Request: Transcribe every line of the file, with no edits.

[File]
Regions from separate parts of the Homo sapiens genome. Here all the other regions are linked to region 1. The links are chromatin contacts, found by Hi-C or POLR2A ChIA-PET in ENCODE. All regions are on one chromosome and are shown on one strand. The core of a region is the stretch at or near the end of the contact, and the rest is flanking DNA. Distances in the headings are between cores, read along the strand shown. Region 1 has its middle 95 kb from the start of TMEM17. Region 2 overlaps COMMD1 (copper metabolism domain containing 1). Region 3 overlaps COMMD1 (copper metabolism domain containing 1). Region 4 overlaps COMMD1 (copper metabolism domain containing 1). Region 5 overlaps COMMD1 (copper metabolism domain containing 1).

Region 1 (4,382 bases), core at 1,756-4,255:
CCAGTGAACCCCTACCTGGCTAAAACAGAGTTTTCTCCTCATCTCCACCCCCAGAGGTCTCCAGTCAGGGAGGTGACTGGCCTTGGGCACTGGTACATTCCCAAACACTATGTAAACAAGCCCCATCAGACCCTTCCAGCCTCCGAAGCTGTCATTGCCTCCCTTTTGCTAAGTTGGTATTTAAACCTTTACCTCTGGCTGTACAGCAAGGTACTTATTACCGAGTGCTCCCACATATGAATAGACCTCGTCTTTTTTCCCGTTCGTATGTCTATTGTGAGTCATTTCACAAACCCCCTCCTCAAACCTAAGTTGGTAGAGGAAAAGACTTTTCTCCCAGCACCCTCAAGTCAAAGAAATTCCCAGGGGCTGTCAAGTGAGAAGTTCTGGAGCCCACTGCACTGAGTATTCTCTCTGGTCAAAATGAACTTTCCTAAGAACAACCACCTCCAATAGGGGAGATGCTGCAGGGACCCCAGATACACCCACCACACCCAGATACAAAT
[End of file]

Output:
Regions from separate parts of the Homo sapiens genome. Here all the other regions are linked to region 1. The links are chromatin contacts, found by Hi-C or POLR2A ChIA-PET in ENCODE. All regions are on one chromosome and are shown on one strand. The core of a region is the stretch at or near the end of the contact, and the rest is flanking DNA. Distances in the headings are between cores, read along the strand shown. Region 1 has its middle 95 kb from the start of TMEM17. Region 2 overlaps COMMD1 (copper metabolism domain containing 1). Region 3 overlaps COMMD1 (copper metabolism domain containing 1). Region 4 overlaps COMMD1 (copper metabolism domain containing 1). Region 5 overlaps COMMD1 (copper metabolism domain containing 1).

Region 1 (4,382 bases), core at 1,756-4,255:
CCAGTGAACCCCTACCTGGCTAAAACAGAGTTTTCTCCTCATCTCCACCCCCAGAGGTCTCCAGTCAGGGAGGTGACTGGCCTTGGGCACTGGTACATTCCCAAACACTATGTAAACAAGCCCCATCAGACCCTTCCAGCCTCCGAAGCTGTCATTGCCTCCCTTTTGCTAAGTTGGTATTTAAACCTTTACCTCTGGCTGTACAGCAAGGTACTTATTACCGAGTGCTCCCACATATGAATAGACCTCGTCTTTTTTCCCGTTCGTATGTCTATTGTGAGTCATTTCACAAACCCCCTCCTCAAACCTAAGTTGGTAGAGGAAAAGACTTTTCTCCCAGCACCCTCAAGTCAAAGAAATTCCCAGGGGCTGTCAAGTGAGAAGTTCTGGAGCCCACTGCACTGAGTATTCTCTCTGGTCAAAATGAACTTTCCTAAGAACAACCACCTCCAATAGGGGAGATGCTGCAGGGACCCCAGATACACCCACCACACCCAGATACAAAT